CORNUS kousa 'Satomi' 
We imported this beautiful form from Japan. The dark pink flower bracts surround a central creamy eye. The bronzey foliage reflects the pink bracts, and develops lovely autumn colours. It is thought that temperature can influence the exact colour of the bract, so there is scope for variation in the intensity of pink. In my experience, it is richer in a more open site than it is in shade. As is typical of most of the pink bracted selections, the habit is informal and shrubby, rarely producing a dominant leader and thus rarely developing a tree-like shape.

CORNUS kousa 'Satomi Campact'    
This is an interesting more recent selection, selected as the name implies for its extremely dwarf and compact habit. This makes it particularly suitable for tiny garden and for growing in pots, but the inevitable drawback is that it will be smaller at every stage in its life. It is likely therefore to be very small to start with, making it more difficult to establish as a young plant. Pictures of mature specimens look great, but its lack of vigour will make it more difficult to grow and patience will definitely be required!

CORNUS kousa 'Schmetterling'    
A vigorous selection of upright habit, from the continent. Large bracts are freely produced. The habit and combined overall effect of this one has made it a popular choice for many who come here to compare the cultivars before making their selection. It perfectly fulfils the criteria of a really good garden tree.
See it in our Winter Garden.

CORNUS kousa 'Slui Slim' 
This recent addition to our collection is reputedly extremely upright and columnar. It is still a young plant, but early indications are certainly that this is the case. At the moment it is growing extremely slowly, so it may be a while before we have this one available. Feel free to drop me through an email to enquire. I find this sort of shape extremely useful for bringing height to a small garden without taking up too much space, or being overly dominant at eye level. I'm looking forward to seeing how it develops.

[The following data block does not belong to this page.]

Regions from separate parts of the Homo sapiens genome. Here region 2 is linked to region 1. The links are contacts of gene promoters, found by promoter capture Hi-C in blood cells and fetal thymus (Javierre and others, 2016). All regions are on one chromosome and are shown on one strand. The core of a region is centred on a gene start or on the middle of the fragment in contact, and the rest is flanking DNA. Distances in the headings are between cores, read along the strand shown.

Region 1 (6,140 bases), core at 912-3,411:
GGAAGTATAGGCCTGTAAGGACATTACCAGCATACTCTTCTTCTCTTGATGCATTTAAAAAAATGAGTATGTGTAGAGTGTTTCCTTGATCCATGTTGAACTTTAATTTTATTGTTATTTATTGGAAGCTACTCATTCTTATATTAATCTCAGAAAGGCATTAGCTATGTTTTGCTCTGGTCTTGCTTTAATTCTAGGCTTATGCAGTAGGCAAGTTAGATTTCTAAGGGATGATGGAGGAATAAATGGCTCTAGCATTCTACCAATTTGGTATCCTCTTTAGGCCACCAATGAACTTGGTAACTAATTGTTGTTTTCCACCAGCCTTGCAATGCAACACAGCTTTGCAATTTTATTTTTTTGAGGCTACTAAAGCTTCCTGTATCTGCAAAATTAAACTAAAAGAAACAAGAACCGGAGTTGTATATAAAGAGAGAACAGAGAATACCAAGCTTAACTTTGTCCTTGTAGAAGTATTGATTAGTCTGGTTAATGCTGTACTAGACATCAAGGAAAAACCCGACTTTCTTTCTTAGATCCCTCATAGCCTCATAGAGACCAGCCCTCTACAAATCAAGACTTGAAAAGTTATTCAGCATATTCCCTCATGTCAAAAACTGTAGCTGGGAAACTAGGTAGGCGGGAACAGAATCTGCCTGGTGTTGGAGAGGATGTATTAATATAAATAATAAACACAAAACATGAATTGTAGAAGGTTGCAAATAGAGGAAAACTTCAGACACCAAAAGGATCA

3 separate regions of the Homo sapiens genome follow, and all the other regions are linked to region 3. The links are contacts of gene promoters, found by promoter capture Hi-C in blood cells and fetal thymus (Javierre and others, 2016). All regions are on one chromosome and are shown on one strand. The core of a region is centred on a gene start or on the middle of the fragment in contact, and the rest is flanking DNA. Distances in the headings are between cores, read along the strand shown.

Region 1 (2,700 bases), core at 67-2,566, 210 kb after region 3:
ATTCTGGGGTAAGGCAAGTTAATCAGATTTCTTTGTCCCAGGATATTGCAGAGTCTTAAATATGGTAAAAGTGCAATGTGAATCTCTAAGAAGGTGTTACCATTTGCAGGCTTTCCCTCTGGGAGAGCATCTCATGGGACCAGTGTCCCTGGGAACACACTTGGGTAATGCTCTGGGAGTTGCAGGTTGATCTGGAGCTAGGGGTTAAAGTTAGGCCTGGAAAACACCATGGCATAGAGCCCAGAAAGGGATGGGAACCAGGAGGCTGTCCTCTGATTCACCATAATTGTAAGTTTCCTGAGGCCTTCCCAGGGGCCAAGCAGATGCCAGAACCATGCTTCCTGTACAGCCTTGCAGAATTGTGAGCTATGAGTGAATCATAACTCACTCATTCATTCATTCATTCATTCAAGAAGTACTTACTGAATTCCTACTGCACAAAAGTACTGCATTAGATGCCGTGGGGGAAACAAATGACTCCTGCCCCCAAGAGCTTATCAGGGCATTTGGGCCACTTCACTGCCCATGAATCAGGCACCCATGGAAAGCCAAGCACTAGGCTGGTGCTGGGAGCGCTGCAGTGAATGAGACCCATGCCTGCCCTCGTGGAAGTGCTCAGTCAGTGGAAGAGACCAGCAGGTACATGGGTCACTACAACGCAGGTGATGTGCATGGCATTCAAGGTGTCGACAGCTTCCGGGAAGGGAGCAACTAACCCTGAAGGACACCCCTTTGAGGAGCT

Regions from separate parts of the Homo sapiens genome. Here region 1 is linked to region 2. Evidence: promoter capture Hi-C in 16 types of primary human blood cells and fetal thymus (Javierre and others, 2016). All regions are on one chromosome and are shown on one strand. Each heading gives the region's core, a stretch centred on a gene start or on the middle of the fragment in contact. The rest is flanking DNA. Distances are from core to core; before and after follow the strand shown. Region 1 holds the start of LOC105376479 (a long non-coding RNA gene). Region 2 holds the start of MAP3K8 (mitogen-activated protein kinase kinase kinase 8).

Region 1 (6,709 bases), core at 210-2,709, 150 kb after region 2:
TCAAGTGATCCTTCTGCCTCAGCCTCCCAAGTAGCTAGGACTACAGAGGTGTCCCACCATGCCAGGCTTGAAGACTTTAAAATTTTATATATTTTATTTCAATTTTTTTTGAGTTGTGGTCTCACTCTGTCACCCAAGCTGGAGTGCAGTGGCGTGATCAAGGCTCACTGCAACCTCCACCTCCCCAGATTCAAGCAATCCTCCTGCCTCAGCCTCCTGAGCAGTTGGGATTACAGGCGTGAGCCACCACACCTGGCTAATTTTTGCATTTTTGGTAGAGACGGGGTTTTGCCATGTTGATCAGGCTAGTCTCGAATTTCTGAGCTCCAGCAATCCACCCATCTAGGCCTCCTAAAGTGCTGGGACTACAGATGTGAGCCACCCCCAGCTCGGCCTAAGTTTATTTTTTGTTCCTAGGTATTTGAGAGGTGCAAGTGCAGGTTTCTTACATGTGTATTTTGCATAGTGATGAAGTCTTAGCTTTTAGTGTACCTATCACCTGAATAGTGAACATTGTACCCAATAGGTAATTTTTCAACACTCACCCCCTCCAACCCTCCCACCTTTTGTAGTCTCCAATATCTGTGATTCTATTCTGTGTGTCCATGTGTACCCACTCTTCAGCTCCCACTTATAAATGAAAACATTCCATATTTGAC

CORNUS kousa 'Snowbird' 
A sturdy and compact form to little more than 3m, making it ideal for the smaller garden. The bracts may also be proportionally smaller, but somehow that just adds to its elegance.

CORNUS kousa var. chinensis 'Snowflake' 
The name reflects the distribution of the flowers and the graceful habit of the plant when in flower. Wrong season though! This one was selected for larger bracts which each have a distinctive wavy edge. This is an absolute favourite of mine, in part due to the way it consistently forms such a nicely shaped plant.
See it in our Woodland Walk.

CORNUS kousa 'Snow Flurry'
I can't find much information about this European selection, either in literature or on the internet. Certainly it flowers profusely for us, but I've not really grown it for long enough yet to truly understand its unique characteristics. Early signs are that it's a good one though - so if you fancy snow flurries on your lawn in June, then this is the plant for you!

CORNUS kousa 'Southern Cross'
Creamy white bracts mature through pink, starting with just a delicate pink tip. This extends their "flowering" time very satisfactorily. A delightful New Zealand selection of more stocky habit.

CORNUS kousa var. chinensis 'Spinners'
Selected by Peter Chappell at Spinners Garden for its profuse flowering. It has a reputation for peak bract production being biennial, though that may be a result of environmental influence.

CORNUS kousa 'Square Dance'
The distinctive large, creamy white bracts overlap to give the appearance of a "square" flower which is always commented upon. Upright growth habit and good autumn colour as well as large fruit.